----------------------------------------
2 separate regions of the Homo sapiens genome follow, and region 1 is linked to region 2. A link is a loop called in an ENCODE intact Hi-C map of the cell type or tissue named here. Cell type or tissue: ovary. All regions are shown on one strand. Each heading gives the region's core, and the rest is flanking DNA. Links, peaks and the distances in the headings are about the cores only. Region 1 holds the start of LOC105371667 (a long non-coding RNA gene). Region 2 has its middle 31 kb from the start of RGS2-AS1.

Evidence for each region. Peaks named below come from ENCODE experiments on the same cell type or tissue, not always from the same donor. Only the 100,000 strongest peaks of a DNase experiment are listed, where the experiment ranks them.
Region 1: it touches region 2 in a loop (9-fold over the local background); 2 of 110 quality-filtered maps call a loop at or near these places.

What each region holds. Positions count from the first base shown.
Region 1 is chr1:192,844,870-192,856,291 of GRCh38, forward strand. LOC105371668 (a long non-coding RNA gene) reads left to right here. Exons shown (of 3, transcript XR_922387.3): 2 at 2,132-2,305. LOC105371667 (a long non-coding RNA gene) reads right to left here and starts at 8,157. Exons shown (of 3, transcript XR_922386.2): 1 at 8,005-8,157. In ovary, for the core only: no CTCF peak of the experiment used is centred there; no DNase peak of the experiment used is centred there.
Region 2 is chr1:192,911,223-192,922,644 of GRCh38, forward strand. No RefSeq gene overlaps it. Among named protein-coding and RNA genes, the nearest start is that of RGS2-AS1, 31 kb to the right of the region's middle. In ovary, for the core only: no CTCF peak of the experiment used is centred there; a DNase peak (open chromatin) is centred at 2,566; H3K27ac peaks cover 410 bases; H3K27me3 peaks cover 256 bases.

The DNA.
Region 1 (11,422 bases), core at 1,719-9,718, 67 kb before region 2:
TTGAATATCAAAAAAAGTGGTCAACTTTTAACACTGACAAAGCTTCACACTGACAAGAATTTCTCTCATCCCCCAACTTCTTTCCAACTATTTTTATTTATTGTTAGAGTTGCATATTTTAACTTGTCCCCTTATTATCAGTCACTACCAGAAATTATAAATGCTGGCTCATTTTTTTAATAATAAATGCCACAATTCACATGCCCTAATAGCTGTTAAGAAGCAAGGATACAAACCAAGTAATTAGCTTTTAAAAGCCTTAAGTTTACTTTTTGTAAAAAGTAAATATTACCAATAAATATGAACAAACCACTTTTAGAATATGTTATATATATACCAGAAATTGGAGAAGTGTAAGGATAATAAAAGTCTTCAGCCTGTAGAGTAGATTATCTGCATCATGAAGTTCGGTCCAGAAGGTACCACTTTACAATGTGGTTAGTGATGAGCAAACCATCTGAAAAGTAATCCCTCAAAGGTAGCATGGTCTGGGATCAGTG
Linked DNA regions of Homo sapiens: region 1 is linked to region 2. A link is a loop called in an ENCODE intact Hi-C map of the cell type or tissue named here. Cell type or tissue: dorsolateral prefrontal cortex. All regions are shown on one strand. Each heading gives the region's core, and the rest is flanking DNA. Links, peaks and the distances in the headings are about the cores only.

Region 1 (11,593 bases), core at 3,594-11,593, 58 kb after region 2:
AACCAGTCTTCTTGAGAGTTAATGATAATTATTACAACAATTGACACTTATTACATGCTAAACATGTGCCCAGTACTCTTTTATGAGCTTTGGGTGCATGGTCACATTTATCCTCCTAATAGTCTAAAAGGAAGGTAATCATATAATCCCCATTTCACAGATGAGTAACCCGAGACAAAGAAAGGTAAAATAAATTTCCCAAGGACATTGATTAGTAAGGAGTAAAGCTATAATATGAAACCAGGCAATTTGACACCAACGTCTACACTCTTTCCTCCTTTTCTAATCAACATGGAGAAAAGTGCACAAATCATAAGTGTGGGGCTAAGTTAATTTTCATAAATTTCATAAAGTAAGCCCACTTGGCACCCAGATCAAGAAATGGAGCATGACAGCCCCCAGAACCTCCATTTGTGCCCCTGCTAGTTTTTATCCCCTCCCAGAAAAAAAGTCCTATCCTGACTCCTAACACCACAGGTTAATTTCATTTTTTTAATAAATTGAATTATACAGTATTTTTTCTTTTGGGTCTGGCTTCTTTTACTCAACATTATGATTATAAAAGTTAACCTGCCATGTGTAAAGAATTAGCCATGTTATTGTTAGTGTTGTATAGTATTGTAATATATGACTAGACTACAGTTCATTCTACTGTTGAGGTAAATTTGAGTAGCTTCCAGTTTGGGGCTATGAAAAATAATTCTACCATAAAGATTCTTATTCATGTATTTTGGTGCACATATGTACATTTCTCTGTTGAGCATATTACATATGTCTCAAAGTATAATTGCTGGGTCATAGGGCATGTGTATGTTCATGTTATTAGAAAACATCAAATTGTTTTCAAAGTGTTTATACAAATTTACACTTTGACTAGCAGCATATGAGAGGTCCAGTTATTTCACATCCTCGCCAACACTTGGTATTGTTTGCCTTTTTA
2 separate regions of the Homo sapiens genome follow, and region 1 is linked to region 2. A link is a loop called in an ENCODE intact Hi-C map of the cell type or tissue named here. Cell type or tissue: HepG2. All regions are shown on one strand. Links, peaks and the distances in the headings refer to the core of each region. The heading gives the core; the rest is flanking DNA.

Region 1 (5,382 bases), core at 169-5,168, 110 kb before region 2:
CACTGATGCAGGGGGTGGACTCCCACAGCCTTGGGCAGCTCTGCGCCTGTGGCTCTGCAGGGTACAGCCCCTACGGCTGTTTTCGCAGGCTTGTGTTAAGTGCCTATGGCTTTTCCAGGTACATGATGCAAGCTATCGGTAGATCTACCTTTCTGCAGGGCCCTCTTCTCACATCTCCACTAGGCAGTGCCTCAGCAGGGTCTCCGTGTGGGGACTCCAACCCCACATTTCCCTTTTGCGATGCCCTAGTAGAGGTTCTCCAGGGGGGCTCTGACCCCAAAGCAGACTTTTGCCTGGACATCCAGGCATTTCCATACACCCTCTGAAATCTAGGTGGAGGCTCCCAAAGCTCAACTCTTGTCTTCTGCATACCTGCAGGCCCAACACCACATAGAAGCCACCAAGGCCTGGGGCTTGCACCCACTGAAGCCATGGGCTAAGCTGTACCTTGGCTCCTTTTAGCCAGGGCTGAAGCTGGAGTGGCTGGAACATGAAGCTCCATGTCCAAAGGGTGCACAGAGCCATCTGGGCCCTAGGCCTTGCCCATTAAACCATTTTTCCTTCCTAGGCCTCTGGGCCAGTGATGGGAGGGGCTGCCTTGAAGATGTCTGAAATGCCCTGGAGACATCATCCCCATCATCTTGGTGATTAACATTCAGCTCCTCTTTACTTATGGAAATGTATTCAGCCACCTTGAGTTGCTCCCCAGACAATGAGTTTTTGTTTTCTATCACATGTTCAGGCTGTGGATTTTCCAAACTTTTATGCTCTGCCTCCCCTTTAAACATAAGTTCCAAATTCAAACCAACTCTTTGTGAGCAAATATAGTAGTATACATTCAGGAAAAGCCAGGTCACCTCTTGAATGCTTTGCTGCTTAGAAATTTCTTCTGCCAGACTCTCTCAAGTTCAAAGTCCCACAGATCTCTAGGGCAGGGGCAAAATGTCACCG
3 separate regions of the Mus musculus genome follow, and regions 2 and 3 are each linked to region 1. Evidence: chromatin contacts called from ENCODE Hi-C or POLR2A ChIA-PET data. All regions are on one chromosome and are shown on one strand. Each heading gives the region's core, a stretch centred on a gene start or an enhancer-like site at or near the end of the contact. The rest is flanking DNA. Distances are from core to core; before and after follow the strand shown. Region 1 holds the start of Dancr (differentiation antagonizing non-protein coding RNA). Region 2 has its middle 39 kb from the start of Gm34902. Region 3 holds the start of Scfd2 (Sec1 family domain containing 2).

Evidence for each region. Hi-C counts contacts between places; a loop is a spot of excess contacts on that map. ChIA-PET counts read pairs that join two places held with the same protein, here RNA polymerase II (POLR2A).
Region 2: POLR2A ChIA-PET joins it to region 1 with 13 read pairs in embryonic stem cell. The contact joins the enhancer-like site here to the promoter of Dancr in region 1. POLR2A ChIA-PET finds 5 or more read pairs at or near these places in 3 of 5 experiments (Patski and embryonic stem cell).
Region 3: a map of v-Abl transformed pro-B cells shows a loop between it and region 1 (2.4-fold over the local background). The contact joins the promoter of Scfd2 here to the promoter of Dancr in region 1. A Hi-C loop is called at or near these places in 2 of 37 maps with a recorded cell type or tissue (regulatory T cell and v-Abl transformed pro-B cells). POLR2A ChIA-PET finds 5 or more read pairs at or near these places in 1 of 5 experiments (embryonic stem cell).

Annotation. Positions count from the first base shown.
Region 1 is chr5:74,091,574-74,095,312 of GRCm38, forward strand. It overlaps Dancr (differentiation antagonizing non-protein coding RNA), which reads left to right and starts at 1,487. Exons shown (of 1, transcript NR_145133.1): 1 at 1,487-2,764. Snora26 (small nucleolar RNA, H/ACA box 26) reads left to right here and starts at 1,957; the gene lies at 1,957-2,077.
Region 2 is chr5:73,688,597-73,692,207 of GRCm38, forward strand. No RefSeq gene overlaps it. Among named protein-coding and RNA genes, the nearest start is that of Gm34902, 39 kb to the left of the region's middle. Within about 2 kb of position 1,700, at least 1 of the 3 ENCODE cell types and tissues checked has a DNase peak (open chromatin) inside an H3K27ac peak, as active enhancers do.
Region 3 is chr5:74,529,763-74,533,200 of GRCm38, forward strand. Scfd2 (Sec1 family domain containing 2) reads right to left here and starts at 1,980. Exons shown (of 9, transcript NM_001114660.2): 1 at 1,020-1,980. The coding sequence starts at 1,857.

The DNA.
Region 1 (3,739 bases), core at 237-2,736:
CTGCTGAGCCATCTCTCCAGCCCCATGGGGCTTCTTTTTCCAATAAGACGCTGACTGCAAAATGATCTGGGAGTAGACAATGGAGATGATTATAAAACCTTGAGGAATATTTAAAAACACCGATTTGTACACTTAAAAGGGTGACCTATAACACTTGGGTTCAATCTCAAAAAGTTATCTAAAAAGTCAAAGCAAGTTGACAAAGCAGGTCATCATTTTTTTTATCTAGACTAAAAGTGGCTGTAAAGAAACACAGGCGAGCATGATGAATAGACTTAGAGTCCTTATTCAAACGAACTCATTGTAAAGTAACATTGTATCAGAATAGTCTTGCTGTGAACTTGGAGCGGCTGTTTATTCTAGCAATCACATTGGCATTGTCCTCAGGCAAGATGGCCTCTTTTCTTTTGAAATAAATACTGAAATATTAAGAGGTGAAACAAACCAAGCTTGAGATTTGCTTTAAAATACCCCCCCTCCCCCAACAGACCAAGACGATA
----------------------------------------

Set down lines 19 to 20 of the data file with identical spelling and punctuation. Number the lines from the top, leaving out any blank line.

Region 3: a map of v-Abl transformed pro-B cells shows a loop between it and region 1 (2.4-fold over the local background). The contact joins the promoter of Scfd2 here to the promoter of Dancr in region 1. A Hi-C loop is called at or near these places in 2 of 37 maps with a recorded cell type or tissue (regulatory T cell and v-Abl transformed pro-B cells). POLR2A ChIA-PET finds 5 or more read pairs at or near these places in 1 of 5 experiments (embryonic stem cell).

Annotation. Positions count from the first base shown.